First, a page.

As laws have changed over the past few years and more information has become available online, community association governance has been forced to evolve to new, higher standards. Now more than ever, volunteer board members must understand their role as leaders and decision-makers for their communities, and they must have the tools to communicate effectively with their owners. When it comes to effective communication, we see a good mix of exemplar approaches (many of which were learned from experience) and communities that could benefit from proven strategies. If your community is looking for ways to improve communication, or struggling with a contentious issue and wondering what may help, consider the following options for increasing transparency, educating owners, and fostering community within your association:
Hold regularly scheduled board meetings. If owners do not have access to the business of the association, they may get suspicious of what the board is doing. Unfortunately, all too often, perception is reality for owners. You may meet for months without other owners in attendance, but that does not eliminate the need for meetings that owners can attend if they so choose. Set the time and location of meetings at the beginning of the year and stick to that schedule.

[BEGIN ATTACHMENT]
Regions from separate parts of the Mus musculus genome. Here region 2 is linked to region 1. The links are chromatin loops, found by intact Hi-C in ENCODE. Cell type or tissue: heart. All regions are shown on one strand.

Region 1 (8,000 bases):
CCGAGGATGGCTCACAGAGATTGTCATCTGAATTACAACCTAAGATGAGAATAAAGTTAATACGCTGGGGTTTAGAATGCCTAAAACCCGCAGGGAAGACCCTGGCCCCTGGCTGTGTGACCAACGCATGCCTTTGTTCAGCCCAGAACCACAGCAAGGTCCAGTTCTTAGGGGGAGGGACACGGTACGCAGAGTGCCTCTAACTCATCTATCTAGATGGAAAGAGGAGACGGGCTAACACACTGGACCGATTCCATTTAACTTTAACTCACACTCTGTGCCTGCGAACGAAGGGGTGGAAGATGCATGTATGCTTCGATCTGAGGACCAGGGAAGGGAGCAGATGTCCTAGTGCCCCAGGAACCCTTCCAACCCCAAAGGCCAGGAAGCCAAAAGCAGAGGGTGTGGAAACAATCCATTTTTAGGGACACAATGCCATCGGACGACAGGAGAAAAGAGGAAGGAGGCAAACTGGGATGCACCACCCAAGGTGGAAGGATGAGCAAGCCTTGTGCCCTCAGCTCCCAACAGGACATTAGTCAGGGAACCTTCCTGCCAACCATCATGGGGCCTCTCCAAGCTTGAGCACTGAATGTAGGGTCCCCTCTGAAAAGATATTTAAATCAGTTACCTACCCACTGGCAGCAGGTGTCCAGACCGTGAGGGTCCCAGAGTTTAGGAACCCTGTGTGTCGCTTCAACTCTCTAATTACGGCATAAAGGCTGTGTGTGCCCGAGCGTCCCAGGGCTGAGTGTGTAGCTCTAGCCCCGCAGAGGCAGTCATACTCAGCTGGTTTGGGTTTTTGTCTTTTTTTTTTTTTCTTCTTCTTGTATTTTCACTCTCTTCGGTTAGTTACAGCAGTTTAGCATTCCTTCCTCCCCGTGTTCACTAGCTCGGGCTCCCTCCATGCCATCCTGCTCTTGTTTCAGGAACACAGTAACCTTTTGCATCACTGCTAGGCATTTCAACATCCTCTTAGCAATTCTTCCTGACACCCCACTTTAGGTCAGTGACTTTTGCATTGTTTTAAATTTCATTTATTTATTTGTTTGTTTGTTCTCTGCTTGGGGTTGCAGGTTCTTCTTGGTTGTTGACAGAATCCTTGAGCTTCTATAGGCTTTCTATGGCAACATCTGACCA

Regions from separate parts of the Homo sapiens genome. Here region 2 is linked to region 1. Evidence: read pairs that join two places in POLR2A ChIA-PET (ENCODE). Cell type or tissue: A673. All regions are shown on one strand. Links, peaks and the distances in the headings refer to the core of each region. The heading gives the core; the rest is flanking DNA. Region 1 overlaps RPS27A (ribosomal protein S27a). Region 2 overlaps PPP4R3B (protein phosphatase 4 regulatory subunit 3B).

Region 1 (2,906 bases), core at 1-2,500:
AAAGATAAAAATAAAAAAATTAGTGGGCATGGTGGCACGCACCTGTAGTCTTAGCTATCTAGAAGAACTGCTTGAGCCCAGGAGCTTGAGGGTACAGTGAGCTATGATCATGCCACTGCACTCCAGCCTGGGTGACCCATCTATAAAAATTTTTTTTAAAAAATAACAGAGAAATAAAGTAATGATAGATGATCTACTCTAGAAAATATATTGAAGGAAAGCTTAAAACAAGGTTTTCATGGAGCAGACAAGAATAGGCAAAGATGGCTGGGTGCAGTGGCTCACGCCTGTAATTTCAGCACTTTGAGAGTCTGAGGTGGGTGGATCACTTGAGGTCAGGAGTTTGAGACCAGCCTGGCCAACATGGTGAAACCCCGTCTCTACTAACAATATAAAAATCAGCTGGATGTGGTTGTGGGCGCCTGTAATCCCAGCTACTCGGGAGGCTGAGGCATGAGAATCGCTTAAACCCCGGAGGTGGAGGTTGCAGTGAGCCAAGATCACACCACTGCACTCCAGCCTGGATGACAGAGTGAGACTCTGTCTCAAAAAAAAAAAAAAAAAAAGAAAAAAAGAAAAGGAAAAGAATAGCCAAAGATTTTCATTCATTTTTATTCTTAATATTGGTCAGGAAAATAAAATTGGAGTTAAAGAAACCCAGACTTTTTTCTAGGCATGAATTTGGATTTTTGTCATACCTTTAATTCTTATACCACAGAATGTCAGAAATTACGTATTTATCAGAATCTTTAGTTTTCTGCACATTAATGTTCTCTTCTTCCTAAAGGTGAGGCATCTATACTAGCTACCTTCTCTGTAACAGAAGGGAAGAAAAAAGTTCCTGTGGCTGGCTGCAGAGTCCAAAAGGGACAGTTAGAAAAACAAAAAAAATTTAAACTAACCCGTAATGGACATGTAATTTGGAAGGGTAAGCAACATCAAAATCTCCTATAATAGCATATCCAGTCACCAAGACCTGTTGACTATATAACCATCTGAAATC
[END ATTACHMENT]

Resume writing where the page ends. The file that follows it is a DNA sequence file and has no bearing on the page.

Allow owner access to board members. The community manager often serves as the primary contact person for owners with questions and problems to report. Managers then communicate with the board and take action where appropriate. But the manager should not serve as a substitute for the owner-elected board. Board members must make themselves accessible, typically at board meetings, so that owners can feel more assured that their voices are heard and considered in the board decision-making process. Remember that, under the new records law, owners have a right to obtain board member email addresses, so owner contact with board members is a part of board member service to the community. But remember, too, that all board members must have access to information used to make decisions—so individual board members should avoid secret conversations and promises to owners.